Older adults who live alone often lack the motivation to prepare regular healthy meals. Seniors who no longer drive, or who have mobility issues, may also find making nutritious food for themselves a challenge but are less enthusiastic about senior centers’ meals or home delivery of prepared foods by service organizations. A new program in New Hampshire pairs struggling restaurants with government funding to feed seniors – providing older adults with an opportunity for dining out with others, helping to combat loneliness while enjoying balanced meals.
According to a recent AP U.S. News report, the Dine Out Program helps seniors over 60 access nutritious weekly meals, with flexible timing, at local restaurants in the company of other older adults. During the pandemic, many senior centers that offered dining to the public shut down, and some never reopened leaving a void in the community for isolated seniors. Programs like Meals on Wheels help homebound seniors access nutritious meals but lack the sense of belonging to a group.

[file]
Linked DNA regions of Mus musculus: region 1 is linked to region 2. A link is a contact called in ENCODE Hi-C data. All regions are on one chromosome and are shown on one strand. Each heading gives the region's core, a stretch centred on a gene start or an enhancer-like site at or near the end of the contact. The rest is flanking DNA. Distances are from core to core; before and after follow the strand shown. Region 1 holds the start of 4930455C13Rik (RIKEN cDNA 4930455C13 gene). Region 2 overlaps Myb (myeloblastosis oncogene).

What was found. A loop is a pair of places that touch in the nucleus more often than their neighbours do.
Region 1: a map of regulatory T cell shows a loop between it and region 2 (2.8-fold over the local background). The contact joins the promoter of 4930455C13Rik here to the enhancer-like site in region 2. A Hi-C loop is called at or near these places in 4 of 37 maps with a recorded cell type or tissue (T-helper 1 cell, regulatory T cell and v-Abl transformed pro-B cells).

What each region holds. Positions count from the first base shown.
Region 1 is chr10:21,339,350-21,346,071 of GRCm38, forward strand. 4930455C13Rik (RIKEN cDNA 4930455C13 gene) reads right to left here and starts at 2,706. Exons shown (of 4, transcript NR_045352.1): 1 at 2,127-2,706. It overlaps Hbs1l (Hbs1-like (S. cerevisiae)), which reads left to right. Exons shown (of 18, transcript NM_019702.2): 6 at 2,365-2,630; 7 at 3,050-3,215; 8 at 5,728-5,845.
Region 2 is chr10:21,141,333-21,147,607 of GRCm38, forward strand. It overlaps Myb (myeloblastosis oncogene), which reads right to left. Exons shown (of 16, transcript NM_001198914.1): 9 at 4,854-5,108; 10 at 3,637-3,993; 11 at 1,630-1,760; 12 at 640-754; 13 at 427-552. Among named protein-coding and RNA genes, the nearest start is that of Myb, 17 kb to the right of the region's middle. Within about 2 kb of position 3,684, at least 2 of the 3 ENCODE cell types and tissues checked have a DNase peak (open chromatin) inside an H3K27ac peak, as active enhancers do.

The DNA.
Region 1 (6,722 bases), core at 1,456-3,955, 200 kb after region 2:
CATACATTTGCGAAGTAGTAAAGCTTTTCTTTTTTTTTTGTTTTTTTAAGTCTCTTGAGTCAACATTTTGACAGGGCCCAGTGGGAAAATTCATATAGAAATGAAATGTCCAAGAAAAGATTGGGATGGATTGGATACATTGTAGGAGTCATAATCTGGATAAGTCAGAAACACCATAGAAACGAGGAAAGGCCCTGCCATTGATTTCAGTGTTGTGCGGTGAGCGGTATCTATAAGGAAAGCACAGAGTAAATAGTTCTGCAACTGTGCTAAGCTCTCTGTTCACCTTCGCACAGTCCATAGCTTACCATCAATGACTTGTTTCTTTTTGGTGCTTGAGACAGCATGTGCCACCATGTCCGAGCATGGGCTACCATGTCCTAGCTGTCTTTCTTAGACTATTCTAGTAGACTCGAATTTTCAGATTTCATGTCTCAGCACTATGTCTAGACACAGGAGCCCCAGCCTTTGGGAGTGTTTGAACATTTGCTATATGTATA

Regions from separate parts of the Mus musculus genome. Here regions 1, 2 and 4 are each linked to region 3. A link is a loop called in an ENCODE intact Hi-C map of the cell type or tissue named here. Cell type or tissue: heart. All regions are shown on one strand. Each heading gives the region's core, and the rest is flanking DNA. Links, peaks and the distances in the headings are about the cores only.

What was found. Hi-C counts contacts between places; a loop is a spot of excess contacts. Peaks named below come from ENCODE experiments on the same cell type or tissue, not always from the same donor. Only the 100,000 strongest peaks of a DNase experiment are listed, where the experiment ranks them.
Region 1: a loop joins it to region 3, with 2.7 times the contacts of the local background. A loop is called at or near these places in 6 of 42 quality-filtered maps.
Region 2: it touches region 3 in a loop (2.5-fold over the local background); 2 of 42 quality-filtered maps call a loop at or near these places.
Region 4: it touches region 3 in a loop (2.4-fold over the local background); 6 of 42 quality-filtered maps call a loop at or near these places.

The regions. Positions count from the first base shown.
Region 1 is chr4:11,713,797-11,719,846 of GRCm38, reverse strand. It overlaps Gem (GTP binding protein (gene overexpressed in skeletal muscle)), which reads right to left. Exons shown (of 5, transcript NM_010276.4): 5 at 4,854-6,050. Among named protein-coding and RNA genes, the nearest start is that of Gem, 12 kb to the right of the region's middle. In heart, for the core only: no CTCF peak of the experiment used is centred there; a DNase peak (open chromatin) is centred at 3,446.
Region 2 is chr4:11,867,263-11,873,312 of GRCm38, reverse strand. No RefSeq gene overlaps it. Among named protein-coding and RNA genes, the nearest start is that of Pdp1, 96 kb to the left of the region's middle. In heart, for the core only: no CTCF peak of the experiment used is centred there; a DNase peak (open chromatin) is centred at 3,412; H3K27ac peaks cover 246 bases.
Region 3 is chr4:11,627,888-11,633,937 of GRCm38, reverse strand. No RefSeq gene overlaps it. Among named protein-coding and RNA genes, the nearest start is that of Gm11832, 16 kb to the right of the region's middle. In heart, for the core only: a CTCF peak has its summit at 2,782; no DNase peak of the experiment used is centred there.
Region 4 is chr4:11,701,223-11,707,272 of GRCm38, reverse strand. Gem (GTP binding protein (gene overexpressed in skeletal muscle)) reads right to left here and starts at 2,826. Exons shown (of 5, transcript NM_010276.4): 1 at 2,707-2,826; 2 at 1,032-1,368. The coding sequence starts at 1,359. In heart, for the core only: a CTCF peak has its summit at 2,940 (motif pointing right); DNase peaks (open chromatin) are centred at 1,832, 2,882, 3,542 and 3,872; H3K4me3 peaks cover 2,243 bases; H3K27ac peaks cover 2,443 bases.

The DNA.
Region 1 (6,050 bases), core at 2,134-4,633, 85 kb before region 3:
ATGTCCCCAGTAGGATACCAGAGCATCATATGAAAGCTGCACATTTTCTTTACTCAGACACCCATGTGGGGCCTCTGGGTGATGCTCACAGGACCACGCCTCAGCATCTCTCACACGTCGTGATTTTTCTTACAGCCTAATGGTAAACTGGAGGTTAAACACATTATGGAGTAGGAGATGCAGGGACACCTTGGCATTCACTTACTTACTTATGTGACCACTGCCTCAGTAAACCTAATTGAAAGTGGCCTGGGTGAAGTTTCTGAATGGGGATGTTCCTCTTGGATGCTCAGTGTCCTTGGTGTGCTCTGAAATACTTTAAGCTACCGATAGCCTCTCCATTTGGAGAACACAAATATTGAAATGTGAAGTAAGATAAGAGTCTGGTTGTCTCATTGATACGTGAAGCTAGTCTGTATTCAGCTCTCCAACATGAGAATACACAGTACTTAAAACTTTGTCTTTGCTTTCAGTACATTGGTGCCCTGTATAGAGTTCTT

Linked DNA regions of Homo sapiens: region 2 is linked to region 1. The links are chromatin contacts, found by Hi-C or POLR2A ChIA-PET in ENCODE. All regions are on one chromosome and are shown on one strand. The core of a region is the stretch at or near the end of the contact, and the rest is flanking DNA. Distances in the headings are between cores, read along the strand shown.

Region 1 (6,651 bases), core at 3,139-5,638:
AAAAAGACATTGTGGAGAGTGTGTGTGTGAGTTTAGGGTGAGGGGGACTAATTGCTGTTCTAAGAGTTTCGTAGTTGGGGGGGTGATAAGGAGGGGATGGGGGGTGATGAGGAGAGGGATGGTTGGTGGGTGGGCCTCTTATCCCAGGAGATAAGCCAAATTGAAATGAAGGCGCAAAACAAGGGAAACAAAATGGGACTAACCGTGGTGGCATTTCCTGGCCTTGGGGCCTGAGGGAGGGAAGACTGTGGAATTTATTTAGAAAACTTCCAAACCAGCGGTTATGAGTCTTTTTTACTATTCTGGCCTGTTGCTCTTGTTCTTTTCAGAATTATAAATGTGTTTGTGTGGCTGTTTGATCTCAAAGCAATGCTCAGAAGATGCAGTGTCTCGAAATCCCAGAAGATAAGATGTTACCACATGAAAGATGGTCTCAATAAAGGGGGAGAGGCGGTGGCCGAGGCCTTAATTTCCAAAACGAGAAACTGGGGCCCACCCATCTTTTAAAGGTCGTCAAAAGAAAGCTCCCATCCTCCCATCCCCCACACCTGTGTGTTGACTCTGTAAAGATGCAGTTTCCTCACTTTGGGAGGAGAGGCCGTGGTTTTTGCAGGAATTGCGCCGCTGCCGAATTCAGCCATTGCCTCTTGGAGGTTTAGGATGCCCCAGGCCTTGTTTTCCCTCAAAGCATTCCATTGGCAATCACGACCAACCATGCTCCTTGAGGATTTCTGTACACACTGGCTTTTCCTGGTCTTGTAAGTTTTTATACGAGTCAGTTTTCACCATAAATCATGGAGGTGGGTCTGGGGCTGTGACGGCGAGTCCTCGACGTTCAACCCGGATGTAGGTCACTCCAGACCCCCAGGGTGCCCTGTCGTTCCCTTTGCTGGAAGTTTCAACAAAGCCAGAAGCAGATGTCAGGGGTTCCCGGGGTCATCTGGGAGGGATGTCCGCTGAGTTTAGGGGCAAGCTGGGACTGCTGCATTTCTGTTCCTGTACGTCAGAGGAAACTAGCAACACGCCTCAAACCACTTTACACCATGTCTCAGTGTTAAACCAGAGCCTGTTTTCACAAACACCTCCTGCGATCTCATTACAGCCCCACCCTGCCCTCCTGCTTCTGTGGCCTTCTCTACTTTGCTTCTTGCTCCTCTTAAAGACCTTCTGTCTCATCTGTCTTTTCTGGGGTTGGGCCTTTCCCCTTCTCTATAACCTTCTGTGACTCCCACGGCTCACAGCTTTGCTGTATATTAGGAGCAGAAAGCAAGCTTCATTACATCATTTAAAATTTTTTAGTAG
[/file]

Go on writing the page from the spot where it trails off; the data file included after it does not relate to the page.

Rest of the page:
The mutually beneficial program helps restaurants struggling to stay open while providing a vital service for seniors. Isolation and loneliness have been found to be a significant risk factor for dementia and overall poorer health outcomes. Enjoying meals with others encourages healthier eating habits, and with special menus for older adults, the program ensures dietary requirements are being met. The meals are offered at no charge to seniors, but donations are encouraged.
Partnerships with local restaurants to provide healthy meals for the changing needs of older adults, who may need flexible timing because they are still working, or caring for grandchildren, can also help to encourage regular socialization. Dining Out Programs also help keep staff working – although the profit margin is generally slim. Donations of a suggested $4 per meal help offset rising food prices and employee pay.